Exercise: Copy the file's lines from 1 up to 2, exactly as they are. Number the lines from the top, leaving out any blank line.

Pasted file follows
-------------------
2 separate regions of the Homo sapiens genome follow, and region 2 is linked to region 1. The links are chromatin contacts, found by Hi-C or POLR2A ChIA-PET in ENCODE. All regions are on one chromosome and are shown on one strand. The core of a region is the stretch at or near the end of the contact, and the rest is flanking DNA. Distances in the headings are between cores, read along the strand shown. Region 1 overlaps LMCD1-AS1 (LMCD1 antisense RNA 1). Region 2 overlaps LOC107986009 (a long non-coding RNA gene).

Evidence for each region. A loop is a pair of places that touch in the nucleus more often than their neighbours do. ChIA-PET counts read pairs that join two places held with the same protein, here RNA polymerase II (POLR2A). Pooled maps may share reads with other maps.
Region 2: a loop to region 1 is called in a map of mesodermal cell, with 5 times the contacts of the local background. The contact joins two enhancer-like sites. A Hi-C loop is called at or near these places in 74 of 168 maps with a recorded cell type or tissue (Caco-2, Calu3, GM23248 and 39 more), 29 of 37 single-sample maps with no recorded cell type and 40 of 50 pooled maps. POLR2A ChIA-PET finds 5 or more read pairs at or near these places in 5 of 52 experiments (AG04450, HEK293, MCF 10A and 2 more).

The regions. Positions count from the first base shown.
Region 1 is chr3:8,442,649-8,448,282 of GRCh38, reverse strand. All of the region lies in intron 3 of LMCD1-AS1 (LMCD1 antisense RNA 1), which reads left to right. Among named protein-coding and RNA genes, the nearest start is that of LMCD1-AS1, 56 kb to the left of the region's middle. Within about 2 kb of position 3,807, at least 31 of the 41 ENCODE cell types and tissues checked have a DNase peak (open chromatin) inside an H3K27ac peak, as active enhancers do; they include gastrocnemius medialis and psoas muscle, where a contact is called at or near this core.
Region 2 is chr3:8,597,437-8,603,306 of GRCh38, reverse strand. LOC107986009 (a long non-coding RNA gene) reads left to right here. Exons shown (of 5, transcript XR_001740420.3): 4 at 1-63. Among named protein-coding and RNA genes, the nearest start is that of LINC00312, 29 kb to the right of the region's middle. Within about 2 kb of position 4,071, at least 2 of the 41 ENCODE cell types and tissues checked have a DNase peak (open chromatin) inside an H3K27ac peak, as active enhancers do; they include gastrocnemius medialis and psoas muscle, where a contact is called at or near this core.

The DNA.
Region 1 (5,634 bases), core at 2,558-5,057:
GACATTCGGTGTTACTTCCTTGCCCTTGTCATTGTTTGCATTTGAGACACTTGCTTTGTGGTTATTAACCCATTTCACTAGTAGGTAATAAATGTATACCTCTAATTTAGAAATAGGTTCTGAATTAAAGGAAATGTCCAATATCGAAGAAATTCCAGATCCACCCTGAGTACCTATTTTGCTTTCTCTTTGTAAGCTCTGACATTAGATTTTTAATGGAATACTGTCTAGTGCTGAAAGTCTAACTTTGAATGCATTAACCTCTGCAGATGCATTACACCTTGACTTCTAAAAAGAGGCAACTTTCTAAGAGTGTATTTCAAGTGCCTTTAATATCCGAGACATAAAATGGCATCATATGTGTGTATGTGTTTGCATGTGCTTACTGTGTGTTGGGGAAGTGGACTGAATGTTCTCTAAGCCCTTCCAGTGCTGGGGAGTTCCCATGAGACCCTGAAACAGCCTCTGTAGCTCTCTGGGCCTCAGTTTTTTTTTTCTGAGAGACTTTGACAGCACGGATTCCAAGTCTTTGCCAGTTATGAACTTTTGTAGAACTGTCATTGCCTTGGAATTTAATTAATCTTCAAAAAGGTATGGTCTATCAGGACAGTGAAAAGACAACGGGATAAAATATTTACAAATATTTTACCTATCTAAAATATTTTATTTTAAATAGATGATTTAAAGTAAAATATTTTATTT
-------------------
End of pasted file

2 separate regions of the Homo sapiens genome follow, and region 2 is linked to region 1. The links are chromatin contacts, found by Hi-C or POLR2A ChIA-PET in ENCODE. All regions are on one chromosome and are shown on one strand. The core of a region is the stretch at or near the end of the contact, and the rest is flanking DNA. Distances in the headings are between cores, read along the strand shown. Region 1 overlaps LMCD1-AS1 (LMCD1 antisense RNA 1). Region 2 overlaps LOC107986009 (a long non-coding RNA gene).

Evidence for each region. A loop is a pair of places that touch in the nucleus more often than their neighbours do. ChIA-PET counts read pairs that join two places held with the same protein, here RNA polymerase II (POLR2A). Pooled maps may share reads with other maps.